Recently, a print journalist sent me a list of questions to answer as part of an article she was writing on the Catholic Church’s use of social media. One of the questions was: What are the advantages and disadvantages to Catholic groups using social media websites? [Social media websites are blogs, Facebook, Twitter….) Here were some of my thoughts as I answered this question.
Advantages of Using Social Media
There are two major advantages for Catholic groups to be using social media.
- The use of social media provides groups with new channels to communicate with members, potential members, donors and the wider community. It helps us to get the word out.
- The use of social media makes groups accessible to people who are looking on the Internet for what these groups have to offer. It makes us available to “seekers.”
Disadvantages of Using Social Media
To be honest, I can’t think of any disadvantages to using social media, but I am aware of two objections that are often given: the time social media takes and that it is “impersonal.”
Good Communications Take Time and Effort
Where good communications are a priority, leaders give them time and effort whether they are using traditional channels or social media. Sometimes the objection to using social media is often based on the fact that communications are not that important regardless of the means. Where leaders give a high priority to communications (hence, time and effort)—social media is embraced readily—because it can extend their reach and impact, often in less time.
Nothing Replaces Personal Contact
The individuals with whom we work one on one are not going to disappear when we use social media. They will always be with us, because there are some interactions that require in-person contact. And if we do use social media, they will have an additional way to benefit from our expertise.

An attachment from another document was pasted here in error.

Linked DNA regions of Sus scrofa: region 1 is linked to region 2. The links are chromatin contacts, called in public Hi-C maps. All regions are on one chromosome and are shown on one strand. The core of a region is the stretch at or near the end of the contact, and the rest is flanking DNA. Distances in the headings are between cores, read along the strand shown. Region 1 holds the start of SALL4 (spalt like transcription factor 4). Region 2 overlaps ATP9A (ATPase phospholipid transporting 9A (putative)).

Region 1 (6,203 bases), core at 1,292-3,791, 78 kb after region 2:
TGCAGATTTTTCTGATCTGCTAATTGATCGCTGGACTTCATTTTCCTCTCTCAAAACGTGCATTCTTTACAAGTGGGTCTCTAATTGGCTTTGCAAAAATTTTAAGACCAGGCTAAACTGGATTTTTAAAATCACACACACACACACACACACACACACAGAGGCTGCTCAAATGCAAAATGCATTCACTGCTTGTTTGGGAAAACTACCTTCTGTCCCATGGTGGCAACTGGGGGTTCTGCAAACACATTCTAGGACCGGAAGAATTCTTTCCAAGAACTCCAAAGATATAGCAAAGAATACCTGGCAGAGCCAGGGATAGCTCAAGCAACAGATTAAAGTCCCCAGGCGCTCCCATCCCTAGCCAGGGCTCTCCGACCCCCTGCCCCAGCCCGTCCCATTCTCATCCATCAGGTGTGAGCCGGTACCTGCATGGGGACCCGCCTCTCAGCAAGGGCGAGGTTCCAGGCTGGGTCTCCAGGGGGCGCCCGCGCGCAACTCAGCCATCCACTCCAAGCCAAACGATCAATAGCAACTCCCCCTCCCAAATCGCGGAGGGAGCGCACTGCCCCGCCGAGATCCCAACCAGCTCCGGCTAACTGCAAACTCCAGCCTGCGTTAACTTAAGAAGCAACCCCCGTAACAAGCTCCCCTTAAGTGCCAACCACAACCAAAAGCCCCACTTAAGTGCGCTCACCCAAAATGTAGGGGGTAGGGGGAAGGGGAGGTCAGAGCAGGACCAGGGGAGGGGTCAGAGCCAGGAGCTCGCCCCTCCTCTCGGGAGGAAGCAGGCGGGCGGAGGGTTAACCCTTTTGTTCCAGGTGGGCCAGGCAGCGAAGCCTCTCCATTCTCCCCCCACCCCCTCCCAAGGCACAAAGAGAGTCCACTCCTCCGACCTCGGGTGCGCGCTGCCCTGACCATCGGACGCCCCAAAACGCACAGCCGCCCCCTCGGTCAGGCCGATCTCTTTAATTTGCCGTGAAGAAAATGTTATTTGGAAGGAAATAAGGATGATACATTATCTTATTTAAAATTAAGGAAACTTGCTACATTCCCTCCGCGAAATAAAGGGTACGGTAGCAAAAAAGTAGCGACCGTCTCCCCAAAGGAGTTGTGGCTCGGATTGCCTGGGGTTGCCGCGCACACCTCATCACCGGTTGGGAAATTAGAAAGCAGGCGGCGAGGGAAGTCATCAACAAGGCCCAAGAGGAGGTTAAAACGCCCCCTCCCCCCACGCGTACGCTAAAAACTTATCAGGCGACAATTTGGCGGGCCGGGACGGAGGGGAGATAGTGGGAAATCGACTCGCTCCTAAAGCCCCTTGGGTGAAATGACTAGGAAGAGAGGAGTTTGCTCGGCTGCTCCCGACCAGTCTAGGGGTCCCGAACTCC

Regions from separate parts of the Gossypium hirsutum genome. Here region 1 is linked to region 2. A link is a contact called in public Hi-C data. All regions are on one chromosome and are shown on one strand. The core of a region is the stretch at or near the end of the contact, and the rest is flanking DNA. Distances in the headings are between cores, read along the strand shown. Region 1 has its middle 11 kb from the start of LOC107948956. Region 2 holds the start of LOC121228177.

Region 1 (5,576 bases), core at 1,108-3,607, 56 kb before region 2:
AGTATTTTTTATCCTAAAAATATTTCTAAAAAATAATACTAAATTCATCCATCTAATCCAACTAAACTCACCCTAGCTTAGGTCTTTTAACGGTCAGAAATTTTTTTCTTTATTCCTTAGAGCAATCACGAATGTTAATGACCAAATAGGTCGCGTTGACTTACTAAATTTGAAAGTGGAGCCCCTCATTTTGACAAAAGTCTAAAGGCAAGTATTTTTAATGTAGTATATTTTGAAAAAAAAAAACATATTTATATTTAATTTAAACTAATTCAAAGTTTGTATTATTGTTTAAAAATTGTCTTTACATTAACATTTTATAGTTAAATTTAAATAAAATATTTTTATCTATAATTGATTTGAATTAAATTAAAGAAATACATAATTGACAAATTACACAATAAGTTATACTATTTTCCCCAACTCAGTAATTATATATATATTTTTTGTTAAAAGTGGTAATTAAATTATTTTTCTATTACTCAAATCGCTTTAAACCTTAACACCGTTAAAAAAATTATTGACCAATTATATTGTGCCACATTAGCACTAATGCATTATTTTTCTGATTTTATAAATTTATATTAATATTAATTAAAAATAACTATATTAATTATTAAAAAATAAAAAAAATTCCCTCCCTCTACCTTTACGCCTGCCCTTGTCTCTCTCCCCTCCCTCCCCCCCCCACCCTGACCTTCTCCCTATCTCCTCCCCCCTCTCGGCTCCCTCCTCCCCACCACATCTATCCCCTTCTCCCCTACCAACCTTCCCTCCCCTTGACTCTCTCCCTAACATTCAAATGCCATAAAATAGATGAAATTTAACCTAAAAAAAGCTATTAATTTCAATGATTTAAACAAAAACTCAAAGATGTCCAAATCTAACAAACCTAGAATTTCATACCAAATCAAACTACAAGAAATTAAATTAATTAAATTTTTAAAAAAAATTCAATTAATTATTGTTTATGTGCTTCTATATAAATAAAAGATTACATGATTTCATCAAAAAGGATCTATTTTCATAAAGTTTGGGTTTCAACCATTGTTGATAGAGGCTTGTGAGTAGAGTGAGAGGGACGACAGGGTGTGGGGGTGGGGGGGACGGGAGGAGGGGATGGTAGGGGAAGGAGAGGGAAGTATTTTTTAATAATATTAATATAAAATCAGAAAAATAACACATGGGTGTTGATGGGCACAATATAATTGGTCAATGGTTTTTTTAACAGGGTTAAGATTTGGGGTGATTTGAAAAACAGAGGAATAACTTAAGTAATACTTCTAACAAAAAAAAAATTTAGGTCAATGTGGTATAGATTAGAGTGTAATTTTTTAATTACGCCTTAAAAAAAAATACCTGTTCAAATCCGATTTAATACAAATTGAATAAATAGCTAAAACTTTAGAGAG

The number of people we can serve personally is limited by time and opportunity, while the number of people we can serve through social media is unlimited. For example, in a parish of 1000 households, less than 30% attend Mass on any given Sunday. Ministers may have one on one contact with a small number of these people. What about the 70% who are not in Church on Sunday or the ones who are there, whom we do not know? Social media allows us to reach out to them, to offer faith formation in spirituality or scripture, to form community, to communicate important news, to ask their opinions, etc. Social media also makes us and others in our community available when active and inactive members have questions. The engaging in conversation and the exchange of ideas which social media facilitates can be very positive and enriching. Does every good church experience have to be face to face?
How would you answer: What are the advantages and disadvantages to Catholic groups using social media websites?